Saturday, May 7, 2022

Gustav Klimt, The Beethoven Frieze

In the late 1800s, avant garde artists across Europe pulled out of the salons where new art had traditionally been exhibited and formed organizations more welcoming to the new and the strange. These were called "Secessions." The one in Vienna was launched in 1887. In the way of the modern world, the new Secessions very quickly dominated the art world, becoming a new sort of establishment.

In 1901, Gustav Klimt painted a frieze honoring Beethoven for the 14th Vienna Secessionist exhibition. The frieze is large, 7 feet high and 112 feet long, weighing four tons. It was painted directly onto the walls, which were made of stucco over reed matting. After the exhibition it was taken down in sections and put into storage. In 1986 it was taken out and exhibited again, and has been very popular ever since.

Here is one analysis:

The frieze illustrates human desire for happiness in a suffering and tempestuous world in which one contends not only with external evil forces but also with internal weaknesses. The viewer follows this journey of discovery in a stunning visual and linear fashion. It begins gently with the floating female Genii searching the Earth but soon follows the dark, sinister-looking storm-wind giant, Typhoeus, his three Gorgon daughters and images representing sickness, madness, death, lust and wantonness above and to the right. Thence appears the knight in shining armour who offers hope due to his own ambition and sympathy for the pleading, suffering humans. The journey ends in the discovery of joy by means of the arts and contentment is represented in the close embrace of a kiss. Thus, the frieze expounds psychological human yearning, ultimately satisfied through individual and communal searching and the beauty of the arts coupled with love and companionship.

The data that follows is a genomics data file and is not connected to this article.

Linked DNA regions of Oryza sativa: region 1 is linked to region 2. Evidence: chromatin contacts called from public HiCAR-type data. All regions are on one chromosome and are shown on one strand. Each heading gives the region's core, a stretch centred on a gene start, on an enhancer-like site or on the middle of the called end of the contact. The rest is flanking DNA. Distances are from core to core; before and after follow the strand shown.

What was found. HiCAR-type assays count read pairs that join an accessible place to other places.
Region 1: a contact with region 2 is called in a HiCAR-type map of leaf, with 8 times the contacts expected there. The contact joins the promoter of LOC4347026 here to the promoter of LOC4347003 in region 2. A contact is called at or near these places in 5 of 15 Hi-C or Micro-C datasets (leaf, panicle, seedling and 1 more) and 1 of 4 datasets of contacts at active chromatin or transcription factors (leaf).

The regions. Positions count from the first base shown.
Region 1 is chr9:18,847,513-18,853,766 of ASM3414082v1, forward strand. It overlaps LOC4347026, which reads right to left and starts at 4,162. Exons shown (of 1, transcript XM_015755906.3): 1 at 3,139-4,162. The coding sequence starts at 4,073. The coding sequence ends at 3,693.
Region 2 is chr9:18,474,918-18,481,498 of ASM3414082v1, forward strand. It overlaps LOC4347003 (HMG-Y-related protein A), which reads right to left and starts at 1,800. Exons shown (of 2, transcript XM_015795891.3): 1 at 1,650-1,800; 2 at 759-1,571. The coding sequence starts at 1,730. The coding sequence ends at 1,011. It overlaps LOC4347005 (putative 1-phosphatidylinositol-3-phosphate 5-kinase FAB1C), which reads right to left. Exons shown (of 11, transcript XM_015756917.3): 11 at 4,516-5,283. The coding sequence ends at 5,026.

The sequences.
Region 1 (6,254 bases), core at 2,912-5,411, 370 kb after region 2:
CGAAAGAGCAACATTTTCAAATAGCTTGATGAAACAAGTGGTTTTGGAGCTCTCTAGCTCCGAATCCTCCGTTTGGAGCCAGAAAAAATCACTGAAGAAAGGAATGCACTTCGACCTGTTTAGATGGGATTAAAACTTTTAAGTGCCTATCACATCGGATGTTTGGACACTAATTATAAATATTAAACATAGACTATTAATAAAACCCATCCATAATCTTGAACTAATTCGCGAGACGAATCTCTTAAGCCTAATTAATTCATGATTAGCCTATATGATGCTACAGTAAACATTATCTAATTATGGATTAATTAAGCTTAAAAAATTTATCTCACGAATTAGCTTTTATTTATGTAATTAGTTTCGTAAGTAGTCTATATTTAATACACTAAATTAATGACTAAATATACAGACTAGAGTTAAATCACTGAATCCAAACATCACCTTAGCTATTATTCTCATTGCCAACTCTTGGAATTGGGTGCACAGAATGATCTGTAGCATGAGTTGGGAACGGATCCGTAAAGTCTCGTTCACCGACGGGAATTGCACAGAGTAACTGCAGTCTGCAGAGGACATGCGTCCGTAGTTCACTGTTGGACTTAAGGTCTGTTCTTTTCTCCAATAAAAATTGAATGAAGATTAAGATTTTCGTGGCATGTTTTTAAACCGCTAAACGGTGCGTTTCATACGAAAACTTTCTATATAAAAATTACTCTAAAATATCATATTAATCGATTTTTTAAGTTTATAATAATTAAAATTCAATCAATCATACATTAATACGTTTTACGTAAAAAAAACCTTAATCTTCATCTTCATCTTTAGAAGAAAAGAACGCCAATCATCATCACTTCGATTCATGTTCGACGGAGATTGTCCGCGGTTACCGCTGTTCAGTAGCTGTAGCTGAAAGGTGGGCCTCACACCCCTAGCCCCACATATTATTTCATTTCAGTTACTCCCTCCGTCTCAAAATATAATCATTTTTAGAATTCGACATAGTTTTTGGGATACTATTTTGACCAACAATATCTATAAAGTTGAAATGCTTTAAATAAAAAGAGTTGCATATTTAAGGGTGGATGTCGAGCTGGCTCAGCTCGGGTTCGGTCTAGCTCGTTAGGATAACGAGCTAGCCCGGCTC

Which makes sense, although it should be said that Klimt was not a great one for explaining himself. Whatever it means, it is certainly striking and lovely.

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